In the dark hours of the night a wife walks the floors of a 1970s bungalow, praying that this time will be as smooth as the others. As her husband is whisked away by the blurred faces of an ambulance crew she walks through the usual process in her mind…pack a bag, follow the ambulance, wait as her husband sleeps through meds, wait as the doctors come in and out, wait as the endless hours creep by, and then go home. It had become a solid, expected ritual. She pushes away the thoughts that this time might actually be different…he might not get better, she might come home alone. Since her husband got sick ten years ago, her life has been consumed by being his caregiver. He requires all her work, all her strength, all her thoughts, all her time.  Silently and shamefully she craves the freedom that his death would create and yet she fears the obscurity that it would bring. What would she do without him? Who would she be? Who is she now?…she doesn’t even know anymore. She can’t just be the wife of an ailing husband…then who is she?

A teenage girl stares blankly into the full-length mirror on the back of her bedroom door. Her eyes snag on every curve and lump and she wishes that she could become less…less and less until she becomes nothing. Walking away, she picks up a notebook and quietly scrawls her final calorie intake for the day…celery…0….and she feels that she has won, yet in the grand scheme of things she always feels like she is losing. She wants to be free from it but she doesn’t know who she is without it. She fears what lies ahead in a ritual-free future full of endless possibilities. She clings to the safety of what she knows and what it seems she will always be and has always been. If she isn’t just her eating disorder…then who is she?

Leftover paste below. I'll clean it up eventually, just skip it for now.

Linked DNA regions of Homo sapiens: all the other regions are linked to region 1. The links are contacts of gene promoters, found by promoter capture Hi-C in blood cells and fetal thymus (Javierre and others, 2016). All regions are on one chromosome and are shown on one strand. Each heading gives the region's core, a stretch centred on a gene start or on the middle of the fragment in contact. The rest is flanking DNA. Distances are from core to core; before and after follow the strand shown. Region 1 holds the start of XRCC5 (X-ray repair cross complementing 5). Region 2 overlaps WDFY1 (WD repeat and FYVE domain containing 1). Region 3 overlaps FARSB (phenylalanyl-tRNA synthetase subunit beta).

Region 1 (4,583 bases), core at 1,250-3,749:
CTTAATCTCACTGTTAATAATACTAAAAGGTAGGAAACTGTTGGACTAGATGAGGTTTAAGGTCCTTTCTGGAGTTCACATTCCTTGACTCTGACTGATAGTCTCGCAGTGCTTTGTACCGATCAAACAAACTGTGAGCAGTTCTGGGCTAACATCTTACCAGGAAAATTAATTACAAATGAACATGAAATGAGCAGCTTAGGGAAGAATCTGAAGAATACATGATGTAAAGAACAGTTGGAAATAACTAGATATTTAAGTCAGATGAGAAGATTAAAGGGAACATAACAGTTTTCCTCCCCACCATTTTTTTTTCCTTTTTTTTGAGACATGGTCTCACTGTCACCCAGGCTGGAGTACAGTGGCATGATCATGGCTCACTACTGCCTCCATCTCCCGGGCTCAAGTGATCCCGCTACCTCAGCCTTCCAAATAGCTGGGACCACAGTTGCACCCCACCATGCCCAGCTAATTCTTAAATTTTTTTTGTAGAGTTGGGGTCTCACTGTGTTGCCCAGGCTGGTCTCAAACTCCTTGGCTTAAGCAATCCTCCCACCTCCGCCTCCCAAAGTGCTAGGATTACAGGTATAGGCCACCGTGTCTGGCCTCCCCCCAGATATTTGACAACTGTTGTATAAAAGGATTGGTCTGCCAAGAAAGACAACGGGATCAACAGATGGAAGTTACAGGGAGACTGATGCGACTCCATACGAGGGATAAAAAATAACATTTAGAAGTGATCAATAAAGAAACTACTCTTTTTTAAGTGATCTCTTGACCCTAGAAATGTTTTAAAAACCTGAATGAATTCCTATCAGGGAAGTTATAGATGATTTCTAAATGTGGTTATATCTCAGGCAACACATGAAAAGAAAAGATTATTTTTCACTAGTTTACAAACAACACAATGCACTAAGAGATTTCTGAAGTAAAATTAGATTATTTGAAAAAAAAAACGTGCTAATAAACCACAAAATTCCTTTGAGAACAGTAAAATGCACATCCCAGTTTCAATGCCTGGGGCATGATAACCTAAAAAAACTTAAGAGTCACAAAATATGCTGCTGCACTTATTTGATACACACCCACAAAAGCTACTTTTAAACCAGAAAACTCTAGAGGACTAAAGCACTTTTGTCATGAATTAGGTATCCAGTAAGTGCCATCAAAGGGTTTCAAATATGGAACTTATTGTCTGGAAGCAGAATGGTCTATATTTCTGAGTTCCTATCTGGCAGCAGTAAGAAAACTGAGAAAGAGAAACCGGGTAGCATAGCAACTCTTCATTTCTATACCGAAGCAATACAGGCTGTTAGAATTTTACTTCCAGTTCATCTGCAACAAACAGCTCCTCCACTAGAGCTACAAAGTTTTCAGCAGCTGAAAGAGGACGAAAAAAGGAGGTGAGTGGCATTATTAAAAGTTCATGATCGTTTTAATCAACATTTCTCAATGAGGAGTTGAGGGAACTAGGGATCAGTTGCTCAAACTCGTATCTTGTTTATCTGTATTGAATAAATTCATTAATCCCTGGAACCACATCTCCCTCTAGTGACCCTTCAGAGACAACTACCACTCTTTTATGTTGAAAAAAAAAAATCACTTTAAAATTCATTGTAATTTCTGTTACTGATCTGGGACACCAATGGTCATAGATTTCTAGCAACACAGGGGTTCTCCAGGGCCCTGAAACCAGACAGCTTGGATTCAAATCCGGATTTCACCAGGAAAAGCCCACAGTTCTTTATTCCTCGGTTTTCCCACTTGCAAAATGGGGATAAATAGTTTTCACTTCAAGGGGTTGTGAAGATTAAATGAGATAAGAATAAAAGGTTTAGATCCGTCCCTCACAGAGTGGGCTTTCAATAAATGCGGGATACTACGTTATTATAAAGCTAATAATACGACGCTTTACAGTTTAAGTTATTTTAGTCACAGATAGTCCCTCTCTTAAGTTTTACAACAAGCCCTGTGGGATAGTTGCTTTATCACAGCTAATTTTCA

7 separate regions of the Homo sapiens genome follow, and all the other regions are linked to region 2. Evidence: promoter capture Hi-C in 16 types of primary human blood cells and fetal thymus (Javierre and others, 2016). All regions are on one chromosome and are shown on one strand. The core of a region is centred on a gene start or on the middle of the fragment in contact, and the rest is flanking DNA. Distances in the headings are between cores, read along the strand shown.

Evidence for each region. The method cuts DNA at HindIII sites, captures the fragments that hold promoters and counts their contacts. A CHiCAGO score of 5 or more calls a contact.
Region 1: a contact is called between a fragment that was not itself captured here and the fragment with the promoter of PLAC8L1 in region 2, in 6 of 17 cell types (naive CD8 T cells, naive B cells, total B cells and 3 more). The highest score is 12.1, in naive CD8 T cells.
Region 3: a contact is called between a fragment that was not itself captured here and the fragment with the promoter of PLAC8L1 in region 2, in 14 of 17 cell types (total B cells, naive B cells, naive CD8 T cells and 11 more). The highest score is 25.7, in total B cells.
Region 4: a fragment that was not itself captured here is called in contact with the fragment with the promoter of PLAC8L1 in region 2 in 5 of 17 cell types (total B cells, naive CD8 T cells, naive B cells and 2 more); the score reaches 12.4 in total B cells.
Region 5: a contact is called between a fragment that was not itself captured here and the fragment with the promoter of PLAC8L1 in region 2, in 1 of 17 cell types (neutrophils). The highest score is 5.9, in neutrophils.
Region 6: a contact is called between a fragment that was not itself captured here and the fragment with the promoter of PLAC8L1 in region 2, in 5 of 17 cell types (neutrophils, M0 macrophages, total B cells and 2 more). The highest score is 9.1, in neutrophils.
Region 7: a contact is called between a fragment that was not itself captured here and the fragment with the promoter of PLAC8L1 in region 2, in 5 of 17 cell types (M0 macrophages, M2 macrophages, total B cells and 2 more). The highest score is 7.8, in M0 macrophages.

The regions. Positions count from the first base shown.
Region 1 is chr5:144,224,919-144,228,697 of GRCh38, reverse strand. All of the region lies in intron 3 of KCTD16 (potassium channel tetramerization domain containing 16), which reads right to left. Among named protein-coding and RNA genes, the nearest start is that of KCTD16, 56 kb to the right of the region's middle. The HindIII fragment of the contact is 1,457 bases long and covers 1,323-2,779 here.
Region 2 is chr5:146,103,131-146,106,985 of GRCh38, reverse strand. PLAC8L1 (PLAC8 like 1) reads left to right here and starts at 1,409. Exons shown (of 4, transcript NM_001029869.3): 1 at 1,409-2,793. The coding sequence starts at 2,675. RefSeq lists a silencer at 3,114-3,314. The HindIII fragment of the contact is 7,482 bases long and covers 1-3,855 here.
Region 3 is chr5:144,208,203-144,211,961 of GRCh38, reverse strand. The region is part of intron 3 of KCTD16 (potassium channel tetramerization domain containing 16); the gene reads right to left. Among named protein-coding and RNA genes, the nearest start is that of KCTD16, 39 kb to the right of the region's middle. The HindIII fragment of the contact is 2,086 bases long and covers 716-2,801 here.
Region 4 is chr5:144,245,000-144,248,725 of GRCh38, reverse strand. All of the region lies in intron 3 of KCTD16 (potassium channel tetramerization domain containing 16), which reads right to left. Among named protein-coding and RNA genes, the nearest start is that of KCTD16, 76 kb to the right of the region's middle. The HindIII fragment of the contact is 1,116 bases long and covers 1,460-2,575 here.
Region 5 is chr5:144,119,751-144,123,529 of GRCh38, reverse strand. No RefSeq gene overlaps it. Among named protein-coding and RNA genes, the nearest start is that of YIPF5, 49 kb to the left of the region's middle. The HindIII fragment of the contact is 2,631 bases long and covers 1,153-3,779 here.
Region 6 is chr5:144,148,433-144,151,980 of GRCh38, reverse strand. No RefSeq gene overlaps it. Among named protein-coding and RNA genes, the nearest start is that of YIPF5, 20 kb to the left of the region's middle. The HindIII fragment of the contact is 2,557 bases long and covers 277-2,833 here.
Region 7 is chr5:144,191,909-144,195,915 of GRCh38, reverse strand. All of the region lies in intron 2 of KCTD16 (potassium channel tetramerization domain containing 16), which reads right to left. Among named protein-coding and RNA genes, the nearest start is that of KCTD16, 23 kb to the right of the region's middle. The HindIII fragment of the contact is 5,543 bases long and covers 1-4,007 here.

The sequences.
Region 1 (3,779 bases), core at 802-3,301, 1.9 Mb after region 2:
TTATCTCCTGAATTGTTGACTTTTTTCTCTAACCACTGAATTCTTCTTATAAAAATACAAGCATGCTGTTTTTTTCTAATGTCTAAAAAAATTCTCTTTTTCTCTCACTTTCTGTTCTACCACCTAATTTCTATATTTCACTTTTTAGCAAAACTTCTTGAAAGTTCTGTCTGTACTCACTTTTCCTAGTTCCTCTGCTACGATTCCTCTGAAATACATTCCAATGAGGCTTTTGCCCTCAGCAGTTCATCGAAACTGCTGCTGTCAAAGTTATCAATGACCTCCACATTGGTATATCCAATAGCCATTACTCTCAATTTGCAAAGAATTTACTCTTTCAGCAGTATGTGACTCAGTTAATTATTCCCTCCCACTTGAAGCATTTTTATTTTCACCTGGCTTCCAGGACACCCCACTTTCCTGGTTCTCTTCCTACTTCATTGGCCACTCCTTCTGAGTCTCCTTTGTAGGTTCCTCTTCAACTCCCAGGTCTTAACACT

We all have things that we feel define us…relationships, jobs, hobbies, talents, past experiences, conditions…and exposing those representational entities through loss can be devastating, especially when we have allowed them to consume us. It doesn’t have to be so dark on the other side, because deep down we are not just a mom…we are not just a caregiver….we are not our illnesses or even our hobbies and talents. At our core we are children of God, created for His glory on all the different avenues that he sends us down. We are heirs of the King of all creation with a promised inheritance of no less than all the treasure and gifts that heaven can offer (Ephesians 1:3). We are wrapped seamlessly in the identity of Christ (Galatians 3:27, Colossians 3:3)), the Savior and Messiah of all mankind, so that no matter what may fall away from our earthly existence we are still forever and always righteous, chosen, honored royalty with a future of boundless opportunity to serve the one who made us. Our lives change and with it the labels we have placed on ourselves, but if you are a Christian then one thing can always stay the same…you are not your illness, disorder or disease…you are not your job, title or task….you are not your talent, hobby or persute…you are “God’s workmanship, created in Christ Jesus for good works, which God prepared beforehand, that we should walk in them” (Ephesians 2:10). You are sons of God (Galatians 3:26). You are children and heirs (Romans 8:17). You are a citizen of heaven (Philippians 3:20). You are a conqueror (Romans 8:37).You belong to Christ (Romans 1:5-7). And nothing can take any of that away.